You start dressing differently. From Single to Married, finally Happily Married.

Does getting married make you happier? The proverbial wisdom of many societies has been that marriage is essential to a good, happy life. But, in modern societies, this is more debated. Gallup polls and the General Social Survey (GSS) show that fewer Americans believe marriage is crucial to happiness or that it’s essential that lifelong romantic partners marry.

What makes these trends especially galling is that they are, in some cases, empirically wrong. Indeed, married people are happier than unmarried people: across nearly five decades of surveys, data from the GSS shows that 36% of people who have ever been married (including divorced, separated, and widowed people) say they are “pleased” while just 11% are “not too happy,” compared to 22% and 15% for people who have never married. Despite changing public views, the truth is married people really are happier.

But there’s a more charitable way to interpret the views of the growing number of people skeptical of marriage's benefits. Maybe married people are happier, but it’s not because of marriage. Indeed, perhaps delighted people are just more likely to get married! There is some solid empirical evidence for this view. One very influential paper showed that in several decades of German longitudinal data, self-reported happiness began to rise just before getting married, peaked in the year of marriage, and then declined within a year, with more significant effects for women than men. Other papers have built on this, such as a prominent recent paper that compared cohabiting and married people and found that higher happiness in marriage was due to other contextual factors, not marriage itself. These findings and others like them have led many people to discount the happiness benefits of marriage as just a product of bias and selection: happy people get married; marriage itself doesn’t make people happy. This research, however, turns out to be even more pessimistic than it sounds: the same methods that suggest marriage doesn’t impact happiness also tend to indicate that many other life experiences like unemployment and widowhood also don’t impact happiness much. In other words, this research implies that the reason poor, unemployed, lonely, or disabled people are less happy isn’t that bad things happened to them: they’d be unhappy no matter what.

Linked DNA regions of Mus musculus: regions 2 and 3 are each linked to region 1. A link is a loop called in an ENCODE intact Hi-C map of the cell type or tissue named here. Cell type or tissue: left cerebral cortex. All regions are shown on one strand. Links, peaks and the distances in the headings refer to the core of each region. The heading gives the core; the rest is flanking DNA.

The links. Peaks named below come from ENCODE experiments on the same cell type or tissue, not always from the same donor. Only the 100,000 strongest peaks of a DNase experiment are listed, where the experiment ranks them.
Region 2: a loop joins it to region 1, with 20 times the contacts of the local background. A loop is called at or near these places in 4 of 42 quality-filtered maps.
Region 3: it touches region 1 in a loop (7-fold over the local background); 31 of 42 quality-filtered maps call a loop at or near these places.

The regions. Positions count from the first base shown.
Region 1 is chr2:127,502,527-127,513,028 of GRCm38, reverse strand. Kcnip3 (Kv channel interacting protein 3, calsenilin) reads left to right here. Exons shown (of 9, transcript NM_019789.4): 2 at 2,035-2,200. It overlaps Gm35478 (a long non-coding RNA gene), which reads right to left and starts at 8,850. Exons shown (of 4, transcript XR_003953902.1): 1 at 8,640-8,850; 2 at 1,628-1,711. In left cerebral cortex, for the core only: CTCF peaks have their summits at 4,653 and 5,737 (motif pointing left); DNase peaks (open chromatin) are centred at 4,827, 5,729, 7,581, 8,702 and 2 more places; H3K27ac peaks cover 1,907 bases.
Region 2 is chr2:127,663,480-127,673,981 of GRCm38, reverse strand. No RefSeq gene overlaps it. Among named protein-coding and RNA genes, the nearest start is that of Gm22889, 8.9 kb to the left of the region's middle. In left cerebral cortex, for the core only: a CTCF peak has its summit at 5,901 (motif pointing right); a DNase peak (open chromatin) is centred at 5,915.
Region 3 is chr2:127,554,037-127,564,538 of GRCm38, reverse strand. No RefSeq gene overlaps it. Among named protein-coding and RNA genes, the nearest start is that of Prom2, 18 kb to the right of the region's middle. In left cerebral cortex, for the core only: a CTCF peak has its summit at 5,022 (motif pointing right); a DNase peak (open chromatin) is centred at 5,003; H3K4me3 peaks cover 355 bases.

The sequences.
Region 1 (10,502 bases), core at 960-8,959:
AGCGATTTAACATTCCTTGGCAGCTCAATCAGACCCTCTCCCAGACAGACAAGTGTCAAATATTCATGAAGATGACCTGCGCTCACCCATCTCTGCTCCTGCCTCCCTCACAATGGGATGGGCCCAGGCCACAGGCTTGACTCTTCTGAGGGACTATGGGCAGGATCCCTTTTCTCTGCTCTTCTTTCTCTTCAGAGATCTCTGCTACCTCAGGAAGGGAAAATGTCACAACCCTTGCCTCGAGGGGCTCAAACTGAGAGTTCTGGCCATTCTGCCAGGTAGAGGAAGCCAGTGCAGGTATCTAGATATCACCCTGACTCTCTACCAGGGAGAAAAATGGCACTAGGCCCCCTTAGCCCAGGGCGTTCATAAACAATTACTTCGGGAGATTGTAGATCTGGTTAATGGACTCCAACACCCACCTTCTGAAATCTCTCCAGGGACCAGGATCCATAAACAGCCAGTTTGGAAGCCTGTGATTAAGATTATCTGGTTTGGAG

Other recent research, however, has challenged this pessimistic view. Data from an extensive British panel survey show that marriage increased long-run happiness, suggesting that “selection” isn’t the whole story. Perhaps marriage doesn’t make Germans happy, but it does seem to make the English happy. Likewise, a paper using panel data from Taiwan found somewhat more durable positive effects of marriage (though there was a lot of variety in happiness trajectories, and Christians might get more happiness from marriage than other people).

However, research on happiness is bedeviled by a problem: only a few datasets track people over time and measure their satisfaction. Many longitudinal surveys (like the National Longitudinal Surveys of Youth in the United States) don’t ask about joy. Indeed, the United States has proved to be a significant blind spot in happiness literature, as few longitudinal surveys in America ask about happiness.

Luckily, since 2006, the GSS has included a longitudinal follow-up component. Because the GSS asks about happiness and marital status, this data can be used to see how happiness changes around crucial family events, particularly marriage, divorce, and widowhood. With several rotating panels of respondents totaling about 9,600 two-year-change observations, the GSS provides a reasonably small sample size with a relatively short follow-up period, so it can’t provide an exhaustive test of the effect of marriage on happiness. Within that sample, there are just a few hundred marital status changes. But some respondents, about 4,300, were followed for four years rather than two, making longer-term analysis possible.

Despite the small sample size and short time window, the GSS is a longstanding survey with high data quality. As one of the few U.S. surveys with any longitudinal happiness data, it provides an invaluable window into whether marriage might boost happiness in the U.S. as it does in Taiwan and the United Kingdom and in the short run in Germany. Figure 2 shows the estimated effect on happiness (on a scale ranging from 1 to 3) of four changes in family and social life. It shows results from three models:

 first, a model looking at all two-year changes in happiness individually, so showing short-run changes in satisfaction after marriage; second, a model looking at all four-year changes in satisfaction separately, so showing slightly longer-run changes in satisfaction after marriage; and third, a more technical model using “fixed effects” which estimates effects of marital status on satisfaction within individuals across multiple periods. All models also show the impact of any person spending about 2 more evenings a month hanging out with friends, estimated among the same respondents. Because the frequency of spending time with friends changes a lot more than marital status, results for social time with friends are evaluated more precisely.